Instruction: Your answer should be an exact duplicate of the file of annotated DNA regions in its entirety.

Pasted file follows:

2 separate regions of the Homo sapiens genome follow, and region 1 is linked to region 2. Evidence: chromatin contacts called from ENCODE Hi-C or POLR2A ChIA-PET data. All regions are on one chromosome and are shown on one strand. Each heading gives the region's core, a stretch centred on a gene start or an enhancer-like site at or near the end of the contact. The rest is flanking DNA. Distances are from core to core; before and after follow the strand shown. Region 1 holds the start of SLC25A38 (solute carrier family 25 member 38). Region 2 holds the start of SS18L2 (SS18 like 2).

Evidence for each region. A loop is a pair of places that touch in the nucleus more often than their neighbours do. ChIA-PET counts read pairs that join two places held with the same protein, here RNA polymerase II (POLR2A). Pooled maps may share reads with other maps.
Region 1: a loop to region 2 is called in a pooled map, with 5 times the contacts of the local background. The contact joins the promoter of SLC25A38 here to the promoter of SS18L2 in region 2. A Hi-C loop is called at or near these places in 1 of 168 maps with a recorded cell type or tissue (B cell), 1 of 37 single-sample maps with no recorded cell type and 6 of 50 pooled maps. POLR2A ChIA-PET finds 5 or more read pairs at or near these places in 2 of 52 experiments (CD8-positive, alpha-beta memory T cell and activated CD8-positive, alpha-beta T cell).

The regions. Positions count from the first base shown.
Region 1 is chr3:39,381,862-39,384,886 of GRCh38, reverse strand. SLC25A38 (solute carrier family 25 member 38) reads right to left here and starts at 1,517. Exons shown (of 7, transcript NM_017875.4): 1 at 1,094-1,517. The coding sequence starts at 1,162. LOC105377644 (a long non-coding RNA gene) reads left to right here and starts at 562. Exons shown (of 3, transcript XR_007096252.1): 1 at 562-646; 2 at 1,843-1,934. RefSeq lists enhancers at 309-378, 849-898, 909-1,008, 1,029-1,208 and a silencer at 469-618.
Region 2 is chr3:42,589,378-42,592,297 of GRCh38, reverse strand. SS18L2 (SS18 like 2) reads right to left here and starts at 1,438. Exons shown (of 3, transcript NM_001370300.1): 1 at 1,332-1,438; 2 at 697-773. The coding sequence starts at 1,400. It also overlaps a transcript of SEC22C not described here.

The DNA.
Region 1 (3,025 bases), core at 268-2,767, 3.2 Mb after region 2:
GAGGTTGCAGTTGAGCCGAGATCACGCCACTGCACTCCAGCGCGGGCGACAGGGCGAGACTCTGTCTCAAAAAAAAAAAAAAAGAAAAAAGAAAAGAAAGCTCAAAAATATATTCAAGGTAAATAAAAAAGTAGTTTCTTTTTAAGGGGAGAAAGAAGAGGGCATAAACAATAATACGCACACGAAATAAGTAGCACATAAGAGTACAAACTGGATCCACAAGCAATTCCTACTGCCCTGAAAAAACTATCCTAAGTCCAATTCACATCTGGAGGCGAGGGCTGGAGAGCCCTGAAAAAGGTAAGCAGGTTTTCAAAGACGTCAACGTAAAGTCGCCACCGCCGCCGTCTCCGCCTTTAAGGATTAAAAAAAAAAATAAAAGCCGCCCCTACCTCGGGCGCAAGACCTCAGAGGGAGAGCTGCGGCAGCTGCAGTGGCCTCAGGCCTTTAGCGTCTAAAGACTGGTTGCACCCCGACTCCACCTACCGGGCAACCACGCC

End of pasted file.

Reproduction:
2 separate regions of the Homo sapiens genome follow, and region 1 is linked to region 2. Evidence: chromatin contacts called from ENCODE Hi-C or POLR2A ChIA-PET data. All regions are on one chromosome and are shown on one strand. Each heading gives the region's core, a stretch centred on a gene start or an enhancer-like site at or near the end of the contact. The rest is flanking DNA. Distances are from core to core; before and after follow the strand shown. Region 1 holds the start of SLC25A38 (solute carrier family 25 member 38). Region 2 holds the start of SS18L2 (SS18 like 2).

Evidence for each region. A loop is a pair of places that touch in the nucleus more often than their neighbours do. ChIA-PET counts read pairs that join two places held with the same protein, here RNA polymerase II (POLR2A). Pooled maps may share reads with other maps.
Region 1: a loop to region 2 is called in a pooled map, with 5 times the contacts of the local background. The contact joins the promoter of SLC25A38 here to the promoter of SS18L2 in region 2. A Hi-C loop is called at or near these places in 1 of 168 maps with a recorded cell type or tissue (B cell), 1 of 37 single-sample maps with no recorded cell type and 6 of 50 pooled maps. POLR2A ChIA-PET finds 5 or more read pairs at or near these places in 2 of 52 experiments (CD8-positive, alpha-beta memory T cell and activated CD8-positive, alpha-beta T cell).

The regions. Positions count from the first base shown.
Region 1 is chr3:39,381,862-39,384,886 of GRCh38, reverse strand. SLC25A38 (solute carrier family 25 member 38) reads right to left here and starts at 1,517. Exons shown (of 7, transcript NM_017875.4): 1 at 1,094-1,517. The coding sequence starts at 1,162. LOC105377644 (a long non-coding RNA gene) reads left to right here and starts at 562. Exons shown (of 3, transcript XR_007096252.1): 1 at 562-646; 2 at 1,843-1,934. RefSeq lists enhancers at 309-378, 849-898, 909-1,008, 1,029-1,208 and a silencer at 469-618.
Region 2 is chr3:42,589,378-42,592,297 of GRCh38, reverse strand. SS18L2 (SS18 like 2) reads right to left here and starts at 1,438. Exons shown (of 3, transcript NM_001370300.1): 1 at 1,332-1,438; 2 at 697-773. The coding sequence starts at 1,400. It also overlaps a transcript of SEC22C not described here.

The DNA.
Region 1 (3,025 bases), core at 268-2,767, 3.2 Mb after region 2:
GAGGTTGCAGTTGAGCCGAGATCACGCCACTGCACTCCAGCGCGGGCGACAGGGCGAGACTCTGTCTCAAAAAAAAAAAAAAAGAAAAAAGAAAAGAAAGCTCAAAAATATATTCAAGGTAAATAAAAAAGTAGTTTCTTTTTAAGGGGAGAAAGAAGAGGGCATAAACAATAATACGCACACGAAATAAGTAGCACATAAGAGTACAAACTGGATCCACAAGCAATTCCTACTGCCCTGAAAAAACTATCCTAAGTCCAATTCACATCTGGAGGCGAGGGCTGGAGAGCCCTGAAAAAGGTAAGCAGGTTTTCAAAGACGTCAACGTAAAGTCGCCACCGCCGCCGTCTCCGCCTTTAAGGATTAAAAAAAAAAATAAAAGCCGCCCCTACCTCGGGCGCAAGACCTCAGAGGGAGAGCTGCGGCAGCTGCAGTGGCCTCAGGCCTTTAGCGTCTAAAGACTGGTTGCACCCCGACTCCACCTACCGGGCAACCACGCC